Nonetheless, many challenges remain. After months of negotiations a pay dispute between the FFA and the Matildas has finally been resolved with changes announced to the ‘whole of game’ Collective Bargaining Agreement (CBA). This means that the top Matildas will now receive $41,000, with a second tier set at $30,000 per annum. $21,000 was the average salary for Matildas’ players before the new agreement was announced. However, this was not before the dispute saw the cancellation of the Matildas tour of the United States in September. The debate was largely based on the gross disparity between the wages of female footballers and their male counterparts. For instance, the ABC reported while each Matilda received $500 in match payments in the lead up to their knockout game with Brazil, the Socceroos received $7500 for doing the same thing. If the Matildas need inspiration in fighting for greater pay they could do well to look at the success of the Hockeyroos (Australian female hockey team) who have now achieved equal pay with the men’s team, the Kookaburras.
Furthermore, the FFA requires that Australian players must play in the W-League to be eligible for the Matildas. This means that they are forced to forgo contracts overseas if they want to represent Australia. Michelle Heyman, a striker, recently received an offer from a South Korea club stating she “would be earning 30 times more money than what I would be earning now.” However, Heyman rejected the offer as she has chosen to pursue the goal of playing for her country. If the FFA allowed Australia’s best players to play overseas and still be eligible for national team selection it would make it easier for players to live off their football careers. The issue would then be whether these Matildas would also play in the W-League. The brief season, however, means that it is not entirely unrealistic for players to play both overseas as well as the domestic competition.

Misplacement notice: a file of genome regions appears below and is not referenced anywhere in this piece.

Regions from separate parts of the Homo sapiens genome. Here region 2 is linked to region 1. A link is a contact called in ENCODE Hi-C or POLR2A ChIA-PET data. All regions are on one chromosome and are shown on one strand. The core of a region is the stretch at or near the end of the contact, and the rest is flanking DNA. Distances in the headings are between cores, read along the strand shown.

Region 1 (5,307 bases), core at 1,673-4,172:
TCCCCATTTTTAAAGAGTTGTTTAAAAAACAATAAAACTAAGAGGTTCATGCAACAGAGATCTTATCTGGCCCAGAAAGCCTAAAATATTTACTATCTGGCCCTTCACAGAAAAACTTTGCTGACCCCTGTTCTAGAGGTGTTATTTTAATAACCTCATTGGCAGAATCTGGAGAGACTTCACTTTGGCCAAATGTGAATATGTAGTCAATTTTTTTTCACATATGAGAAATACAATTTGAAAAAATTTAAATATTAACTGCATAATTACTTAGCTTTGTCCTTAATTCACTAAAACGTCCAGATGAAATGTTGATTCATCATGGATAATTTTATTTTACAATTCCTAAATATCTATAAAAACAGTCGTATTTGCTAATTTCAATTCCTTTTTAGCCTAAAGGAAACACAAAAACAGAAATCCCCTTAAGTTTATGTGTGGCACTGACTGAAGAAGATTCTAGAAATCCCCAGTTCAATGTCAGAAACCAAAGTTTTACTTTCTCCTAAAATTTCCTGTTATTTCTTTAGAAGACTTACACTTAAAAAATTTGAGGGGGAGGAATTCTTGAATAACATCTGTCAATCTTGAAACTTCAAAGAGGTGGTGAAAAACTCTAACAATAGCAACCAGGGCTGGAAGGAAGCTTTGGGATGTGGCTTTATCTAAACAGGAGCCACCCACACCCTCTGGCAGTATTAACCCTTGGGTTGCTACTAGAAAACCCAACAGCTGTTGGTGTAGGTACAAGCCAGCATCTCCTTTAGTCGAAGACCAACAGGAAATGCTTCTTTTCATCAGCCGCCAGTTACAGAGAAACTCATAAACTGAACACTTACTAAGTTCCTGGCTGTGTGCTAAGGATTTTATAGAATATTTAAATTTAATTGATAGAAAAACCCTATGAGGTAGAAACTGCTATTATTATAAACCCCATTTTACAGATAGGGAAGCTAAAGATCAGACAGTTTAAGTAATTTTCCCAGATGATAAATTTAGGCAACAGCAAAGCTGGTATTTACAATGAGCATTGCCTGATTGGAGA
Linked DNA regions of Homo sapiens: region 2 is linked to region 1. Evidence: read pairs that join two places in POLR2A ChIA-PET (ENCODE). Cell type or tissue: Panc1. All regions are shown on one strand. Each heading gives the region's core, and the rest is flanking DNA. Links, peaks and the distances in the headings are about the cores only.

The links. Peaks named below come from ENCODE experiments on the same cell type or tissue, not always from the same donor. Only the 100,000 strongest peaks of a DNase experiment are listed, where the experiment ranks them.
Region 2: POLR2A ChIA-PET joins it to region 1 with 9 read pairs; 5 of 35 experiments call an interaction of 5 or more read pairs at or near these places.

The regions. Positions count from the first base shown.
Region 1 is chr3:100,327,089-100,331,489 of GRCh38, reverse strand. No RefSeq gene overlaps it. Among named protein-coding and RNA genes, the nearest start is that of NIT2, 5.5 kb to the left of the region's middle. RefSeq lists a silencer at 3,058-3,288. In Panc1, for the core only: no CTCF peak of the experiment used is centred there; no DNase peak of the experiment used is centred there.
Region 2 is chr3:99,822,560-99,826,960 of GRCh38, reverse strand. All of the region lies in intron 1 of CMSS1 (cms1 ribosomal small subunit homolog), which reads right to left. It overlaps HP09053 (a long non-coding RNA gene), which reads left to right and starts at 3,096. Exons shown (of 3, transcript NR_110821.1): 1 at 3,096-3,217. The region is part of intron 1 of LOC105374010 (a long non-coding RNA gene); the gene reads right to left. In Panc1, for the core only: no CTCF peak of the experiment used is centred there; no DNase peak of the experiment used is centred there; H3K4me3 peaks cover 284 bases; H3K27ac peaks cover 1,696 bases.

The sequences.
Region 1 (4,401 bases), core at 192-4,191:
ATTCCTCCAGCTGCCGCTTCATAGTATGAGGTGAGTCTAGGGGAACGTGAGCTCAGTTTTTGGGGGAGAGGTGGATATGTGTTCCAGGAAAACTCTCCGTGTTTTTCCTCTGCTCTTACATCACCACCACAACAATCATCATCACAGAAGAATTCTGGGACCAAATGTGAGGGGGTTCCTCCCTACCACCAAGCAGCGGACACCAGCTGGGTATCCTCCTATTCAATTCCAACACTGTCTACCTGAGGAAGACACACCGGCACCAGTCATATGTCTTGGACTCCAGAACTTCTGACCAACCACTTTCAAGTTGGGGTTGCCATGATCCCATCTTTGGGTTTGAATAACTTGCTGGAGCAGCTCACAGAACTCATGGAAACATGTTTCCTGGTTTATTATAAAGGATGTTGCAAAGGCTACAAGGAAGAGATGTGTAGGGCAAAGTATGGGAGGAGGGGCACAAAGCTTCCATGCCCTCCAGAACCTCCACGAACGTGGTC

Asian Players in the W-League
In 2006, Australia joined the Asian Football Confederation (AFC) moving from ‘Oceania’ to ‘Asia’. Since then, the FFA has tried to promote Australia’s integration into Asia with the holding of the Asian Cup earlier this year seeing Australia announce itself to the region. However, greater engagement with Asia can still be achieved. In women’s football five of the top twenty nations in the world are from the AFC (Japan, Korea DPR, Australia, China PR and Korea Republic). While in the men’s rankings there is not even one AFC country in the top 40 (Iran is the best at 43).
The standard of women’s football in the Asian region is very competitive on the international stage. No Asian team being more successful than the Japanese women’s team who were the first and only Asian nation to win the Women’s World Cup in 2011 and also made the final earlier this year in Canada. Despite these successes the W-League since it was established has only had five Asian players (two from Japan, two from Chinese Taipei and one from Singapore) compete in the league.